Wisconsin Gov. Scott Walker announced Monday evening he's dropping out of the race for the White House.
Walker said he's suspending his campaign so that voters can focus on a more limited number of Republican candidates from which to choose.
Walker spoke for less than five minutes and did not answer any questions. His announcement comes after a very poor showing in the latest GOP presidential polls.
Walker essentially got 0 percent support when respondents were asked who they were most likely to support for the GOP nomination, according to a CNN/ORC International poll released Sunday.
Instead, he simply got an asterisk – which means below 1 percent. In late July he was at 10 percent – third behind Donald Trump and Jeb Bush. Walker's support has continually dropped since.
Walker's performance in the second GOP debate last week wasn't strong enough to generate any excitement about his candidacy, and that caused concerns about his ability to attract enough funding to keep his campaign going, the Milwaukee Journal Sentinel reports.
The Associated Press reported following last week's debate that Walker's campaign had more than $100,000 in outstanding debts, and staffers had tried to convince donors that Walker was still a viable candidate.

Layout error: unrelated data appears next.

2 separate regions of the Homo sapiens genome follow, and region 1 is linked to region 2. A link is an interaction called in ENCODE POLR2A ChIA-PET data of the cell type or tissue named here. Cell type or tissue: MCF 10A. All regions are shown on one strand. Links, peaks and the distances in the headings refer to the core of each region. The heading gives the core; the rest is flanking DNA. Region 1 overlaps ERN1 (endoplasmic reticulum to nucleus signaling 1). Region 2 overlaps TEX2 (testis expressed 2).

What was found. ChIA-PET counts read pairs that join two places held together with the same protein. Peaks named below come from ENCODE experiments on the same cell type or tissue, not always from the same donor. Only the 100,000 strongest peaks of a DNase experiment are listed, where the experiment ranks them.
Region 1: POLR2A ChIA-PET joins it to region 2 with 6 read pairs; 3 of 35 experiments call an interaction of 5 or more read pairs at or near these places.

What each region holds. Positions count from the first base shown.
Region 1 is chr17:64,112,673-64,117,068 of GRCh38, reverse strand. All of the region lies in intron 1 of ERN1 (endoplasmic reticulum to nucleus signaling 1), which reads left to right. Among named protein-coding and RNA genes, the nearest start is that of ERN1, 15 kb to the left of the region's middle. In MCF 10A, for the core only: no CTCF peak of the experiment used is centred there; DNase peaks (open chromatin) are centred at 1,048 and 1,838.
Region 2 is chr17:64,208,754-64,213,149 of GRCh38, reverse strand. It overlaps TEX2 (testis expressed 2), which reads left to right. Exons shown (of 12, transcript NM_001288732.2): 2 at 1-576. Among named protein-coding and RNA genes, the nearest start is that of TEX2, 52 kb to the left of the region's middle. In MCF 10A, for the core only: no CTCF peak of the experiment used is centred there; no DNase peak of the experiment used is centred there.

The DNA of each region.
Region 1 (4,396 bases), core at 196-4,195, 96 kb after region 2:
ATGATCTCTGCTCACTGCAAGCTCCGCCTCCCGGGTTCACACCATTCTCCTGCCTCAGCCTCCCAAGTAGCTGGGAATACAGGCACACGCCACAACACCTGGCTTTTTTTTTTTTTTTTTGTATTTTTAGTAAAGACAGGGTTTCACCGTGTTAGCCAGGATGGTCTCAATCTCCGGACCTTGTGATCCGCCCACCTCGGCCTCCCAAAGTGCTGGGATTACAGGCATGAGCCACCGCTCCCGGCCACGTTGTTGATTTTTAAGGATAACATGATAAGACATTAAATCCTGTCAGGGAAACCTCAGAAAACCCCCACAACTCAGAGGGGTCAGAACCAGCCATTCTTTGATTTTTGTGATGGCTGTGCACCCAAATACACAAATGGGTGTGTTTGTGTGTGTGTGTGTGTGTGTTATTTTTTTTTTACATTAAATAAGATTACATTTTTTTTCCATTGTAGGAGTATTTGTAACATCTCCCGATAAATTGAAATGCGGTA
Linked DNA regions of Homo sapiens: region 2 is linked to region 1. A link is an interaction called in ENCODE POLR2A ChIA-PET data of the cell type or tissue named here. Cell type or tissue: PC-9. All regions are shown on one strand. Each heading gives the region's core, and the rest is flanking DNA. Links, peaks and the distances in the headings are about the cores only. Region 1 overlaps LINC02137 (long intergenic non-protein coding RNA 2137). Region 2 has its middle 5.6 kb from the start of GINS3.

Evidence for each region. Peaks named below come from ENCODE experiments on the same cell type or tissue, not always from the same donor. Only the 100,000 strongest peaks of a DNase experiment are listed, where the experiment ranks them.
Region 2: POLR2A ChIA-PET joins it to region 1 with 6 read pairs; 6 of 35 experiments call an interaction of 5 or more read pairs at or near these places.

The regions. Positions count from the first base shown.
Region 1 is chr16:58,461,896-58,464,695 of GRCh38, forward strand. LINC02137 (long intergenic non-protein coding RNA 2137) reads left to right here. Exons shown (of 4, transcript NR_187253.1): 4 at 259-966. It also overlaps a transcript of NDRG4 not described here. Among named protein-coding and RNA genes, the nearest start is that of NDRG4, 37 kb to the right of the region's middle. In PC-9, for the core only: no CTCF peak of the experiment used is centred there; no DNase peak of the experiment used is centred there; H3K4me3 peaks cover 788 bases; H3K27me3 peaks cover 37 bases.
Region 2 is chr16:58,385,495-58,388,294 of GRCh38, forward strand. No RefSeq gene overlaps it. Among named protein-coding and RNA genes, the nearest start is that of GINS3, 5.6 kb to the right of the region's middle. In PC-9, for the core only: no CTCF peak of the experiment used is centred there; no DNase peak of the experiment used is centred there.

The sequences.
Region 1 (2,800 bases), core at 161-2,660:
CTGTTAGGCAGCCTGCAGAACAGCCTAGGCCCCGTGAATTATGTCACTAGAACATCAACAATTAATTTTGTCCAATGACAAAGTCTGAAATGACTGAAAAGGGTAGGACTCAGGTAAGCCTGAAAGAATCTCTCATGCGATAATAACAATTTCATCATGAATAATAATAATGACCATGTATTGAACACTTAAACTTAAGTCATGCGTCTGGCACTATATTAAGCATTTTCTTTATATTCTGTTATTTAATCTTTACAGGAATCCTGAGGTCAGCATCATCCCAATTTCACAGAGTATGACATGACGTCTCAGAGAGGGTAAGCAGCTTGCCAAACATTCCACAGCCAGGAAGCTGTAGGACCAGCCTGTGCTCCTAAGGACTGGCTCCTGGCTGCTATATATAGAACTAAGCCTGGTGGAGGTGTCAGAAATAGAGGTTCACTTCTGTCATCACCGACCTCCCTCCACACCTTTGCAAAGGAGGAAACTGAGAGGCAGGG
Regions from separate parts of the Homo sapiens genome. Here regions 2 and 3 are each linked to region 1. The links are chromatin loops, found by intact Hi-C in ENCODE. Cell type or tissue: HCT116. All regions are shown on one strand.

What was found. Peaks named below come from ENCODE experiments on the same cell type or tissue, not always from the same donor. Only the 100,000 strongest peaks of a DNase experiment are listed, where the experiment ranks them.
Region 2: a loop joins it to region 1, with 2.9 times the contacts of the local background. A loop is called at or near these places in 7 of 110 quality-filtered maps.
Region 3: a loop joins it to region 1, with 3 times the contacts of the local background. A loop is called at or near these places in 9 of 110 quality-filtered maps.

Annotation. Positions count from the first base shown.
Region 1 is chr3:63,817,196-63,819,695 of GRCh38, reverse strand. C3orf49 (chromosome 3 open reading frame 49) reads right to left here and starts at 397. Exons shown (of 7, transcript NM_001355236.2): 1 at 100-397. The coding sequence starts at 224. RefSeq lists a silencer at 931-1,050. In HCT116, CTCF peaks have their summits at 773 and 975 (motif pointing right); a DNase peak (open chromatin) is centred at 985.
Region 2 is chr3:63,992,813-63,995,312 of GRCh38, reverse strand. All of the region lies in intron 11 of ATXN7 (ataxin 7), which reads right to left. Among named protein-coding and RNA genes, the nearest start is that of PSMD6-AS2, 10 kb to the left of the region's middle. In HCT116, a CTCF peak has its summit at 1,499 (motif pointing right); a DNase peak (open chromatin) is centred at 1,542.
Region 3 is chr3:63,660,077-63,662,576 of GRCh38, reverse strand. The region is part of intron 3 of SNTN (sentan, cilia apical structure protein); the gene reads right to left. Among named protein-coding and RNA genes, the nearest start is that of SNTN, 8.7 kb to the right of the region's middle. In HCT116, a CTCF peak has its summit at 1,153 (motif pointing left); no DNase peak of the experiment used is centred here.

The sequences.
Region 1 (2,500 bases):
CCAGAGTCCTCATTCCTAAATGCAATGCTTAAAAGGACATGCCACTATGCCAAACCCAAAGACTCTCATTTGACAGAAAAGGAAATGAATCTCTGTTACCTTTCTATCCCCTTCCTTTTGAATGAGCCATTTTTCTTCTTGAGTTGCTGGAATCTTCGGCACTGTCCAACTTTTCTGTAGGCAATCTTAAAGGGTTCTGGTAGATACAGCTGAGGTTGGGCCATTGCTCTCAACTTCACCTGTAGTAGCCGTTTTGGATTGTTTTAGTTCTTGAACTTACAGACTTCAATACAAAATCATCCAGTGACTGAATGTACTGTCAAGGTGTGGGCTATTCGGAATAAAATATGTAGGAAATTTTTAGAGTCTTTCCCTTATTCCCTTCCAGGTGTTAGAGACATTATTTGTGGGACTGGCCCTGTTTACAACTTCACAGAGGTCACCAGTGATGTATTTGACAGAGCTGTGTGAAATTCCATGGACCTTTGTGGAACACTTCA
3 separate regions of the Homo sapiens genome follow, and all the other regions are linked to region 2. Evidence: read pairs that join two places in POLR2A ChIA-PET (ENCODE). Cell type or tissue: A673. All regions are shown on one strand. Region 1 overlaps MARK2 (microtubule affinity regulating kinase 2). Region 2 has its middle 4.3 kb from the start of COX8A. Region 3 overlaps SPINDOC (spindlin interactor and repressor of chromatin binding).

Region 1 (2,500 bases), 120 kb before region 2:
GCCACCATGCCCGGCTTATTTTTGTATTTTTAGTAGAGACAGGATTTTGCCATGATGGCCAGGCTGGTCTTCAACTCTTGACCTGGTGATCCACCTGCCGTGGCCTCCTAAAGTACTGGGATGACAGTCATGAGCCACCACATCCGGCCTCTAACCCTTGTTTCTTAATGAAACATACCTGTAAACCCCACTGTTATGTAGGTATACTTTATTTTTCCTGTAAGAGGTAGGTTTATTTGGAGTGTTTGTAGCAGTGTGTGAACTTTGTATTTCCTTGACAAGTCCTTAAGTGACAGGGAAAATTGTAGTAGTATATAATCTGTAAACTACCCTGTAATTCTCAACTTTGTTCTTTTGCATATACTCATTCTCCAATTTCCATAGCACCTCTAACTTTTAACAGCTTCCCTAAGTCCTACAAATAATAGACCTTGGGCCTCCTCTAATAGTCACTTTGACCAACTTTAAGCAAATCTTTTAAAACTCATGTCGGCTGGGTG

Although Walker has a super PAC that's reportedly raised $20 million, that money cannot directly pay for his campaign expenses.
One of the biggest donors to Walker's super PAC is Minnesota media mogul Stanley Hubbard, who has given $50,000, according to The Hill. Hubbard says he is considering throwing his support behind one of several of the other candidates.
GOP media strategist Liz Mair, who worked for Walker's gubernatorial campaigns, sent out
" target="_blank">a series of tweets with her take on what went wrong, including strong criticism of Walker's campaign staff. Here are a few:
(Note: Mair was forced off the Walker campaign in March for Twitter comments that criticized Iowa and its caucuses.)
The Associated Press notes Walker wasn't able to adjust to the popularity of Donald Trump, and he stumbled on several occasions trying to articulate his positions on various issues.
His public comments on birthright citizenship and the value of building a wall between the U.S and Canada to deter illegal immigrants changed over the course of several days, according to the Associated Press.
He also declared he wasn't a career politician, even though he has held public office for 22 years. His current term as governor of Wisconsin ends in 2018.
Walker's departure still leaves 15 other candidates in the GOP race. Texas Gov. Rick Perry dropped out earlier this month.